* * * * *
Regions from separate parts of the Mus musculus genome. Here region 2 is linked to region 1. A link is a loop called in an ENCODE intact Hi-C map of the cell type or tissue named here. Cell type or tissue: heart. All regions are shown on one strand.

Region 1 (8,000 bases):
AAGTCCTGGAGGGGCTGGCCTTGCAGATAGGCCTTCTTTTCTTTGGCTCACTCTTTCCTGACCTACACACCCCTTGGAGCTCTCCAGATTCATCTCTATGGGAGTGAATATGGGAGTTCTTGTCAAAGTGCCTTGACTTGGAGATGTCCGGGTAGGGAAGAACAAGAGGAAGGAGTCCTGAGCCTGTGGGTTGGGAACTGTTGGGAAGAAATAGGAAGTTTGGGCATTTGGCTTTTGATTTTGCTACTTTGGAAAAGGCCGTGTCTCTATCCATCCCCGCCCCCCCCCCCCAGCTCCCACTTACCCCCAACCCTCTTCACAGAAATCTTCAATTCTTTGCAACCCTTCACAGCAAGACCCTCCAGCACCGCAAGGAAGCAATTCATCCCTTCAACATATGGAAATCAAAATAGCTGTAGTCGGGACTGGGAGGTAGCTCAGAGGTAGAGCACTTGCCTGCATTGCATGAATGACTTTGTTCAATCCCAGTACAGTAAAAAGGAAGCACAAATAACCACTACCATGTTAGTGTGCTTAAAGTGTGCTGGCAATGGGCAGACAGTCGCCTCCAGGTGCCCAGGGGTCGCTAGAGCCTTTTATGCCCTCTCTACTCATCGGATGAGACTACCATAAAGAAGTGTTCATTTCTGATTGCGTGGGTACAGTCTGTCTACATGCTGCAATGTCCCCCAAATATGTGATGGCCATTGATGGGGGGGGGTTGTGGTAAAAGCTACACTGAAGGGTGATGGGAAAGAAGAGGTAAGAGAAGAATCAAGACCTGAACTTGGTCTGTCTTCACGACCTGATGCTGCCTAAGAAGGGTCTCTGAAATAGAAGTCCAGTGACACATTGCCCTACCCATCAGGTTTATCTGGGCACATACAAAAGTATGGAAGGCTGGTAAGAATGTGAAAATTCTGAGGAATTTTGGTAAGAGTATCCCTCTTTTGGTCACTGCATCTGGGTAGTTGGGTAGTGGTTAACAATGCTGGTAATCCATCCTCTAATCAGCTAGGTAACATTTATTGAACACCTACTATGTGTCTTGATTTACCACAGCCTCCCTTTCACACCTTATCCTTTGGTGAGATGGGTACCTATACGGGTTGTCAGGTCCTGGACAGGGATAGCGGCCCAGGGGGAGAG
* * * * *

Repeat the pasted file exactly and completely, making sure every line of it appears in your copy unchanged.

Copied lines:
Regions from separate parts of the Mus musculus genome. Here region 2 is linked to region 1. A link is a loop called in an ENCODE intact Hi-C map of the cell type or tissue named here. Cell type or tissue: heart. All regions are shown on one strand.

Region 1 (8,000 bases):
AAGTCCTGGAGGGGCTGGCCTTGCAGATAGGCCTTCTTTTCTTTGGCTCACTCTTTCCTGACCTACACACCCCTTGGAGCTCTCCAGATTCATCTCTATGGGAGTGAATATGGGAGTTCTTGTCAAAGTGCCTTGACTTGGAGATGTCCGGGTAGGGAAGAACAAGAGGAAGGAGTCCTGAGCCTGTGGGTTGGGAACTGTTGGGAAGAAATAGGAAGTTTGGGCATTTGGCTTTTGATTTTGCTACTTTGGAAAAGGCCGTGTCTCTATCCATCCCCGCCCCCCCCCCCCAGCTCCCACTTACCCCCAACCCTCTTCACAGAAATCTTCAATTCTTTGCAACCCTTCACAGCAAGACCCTCCAGCACCGCAAGGAAGCAATTCATCCCTTCAACATATGGAAATCAAAATAGCTGTAGTCGGGACTGGGAGGTAGCTCAGAGGTAGAGCACTTGCCTGCATTGCATGAATGACTTTGTTCAATCCCAGTACAGTAAAAAGGAAGCACAAATAACCACTACCATGTTAGTGTGCTTAAAGTGTGCTGGCAATGGGCAGACAGTCGCCTCCAGGTGCCCAGGGGTCGCTAGAGCCTTTTATGCCCTCTCTACTCATCGGATGAGACTACCATAAAGAAGTGTTCATTTCTGATTGCGTGGGTACAGTCTGTCTACATGCTGCAATGTCCCCCAAATATGTGATGGCCATTGATGGGGGGGGGTTGTGGTAAAAGCTACACTGAAGGGTGATGGGAAAGAAGAGGTAAGAGAAGAATCAAGACCTGAACTTGGTCTGTCTTCACGACCTGATGCTGCCTAAGAAGGGTCTCTGAAATAGAAGTCCAGTGACACATTGCCCTACCCATCAGGTTTATCTGGGCACATACAAAAGTATGGAAGGCTGGTAAGAATGTGAAAATTCTGAGGAATTTTGGTAAGAGTATCCCTCTTTTGGTCACTGCATCTGGGTAGTTGGGTAGTGGTTAACAATGCTGGTAATCCATCCTCTAATCAGCTAGGTAACATTTATTGAACACCTACTATGTGTCTTGATTTACCACAGCCTCCCTTTCACACCTTATCCTTTGGTGAGATGGGTACCTATACGGGTTGTCAGGTCCTGGACAGGGATAGCGGCCCAGGGGGAGAG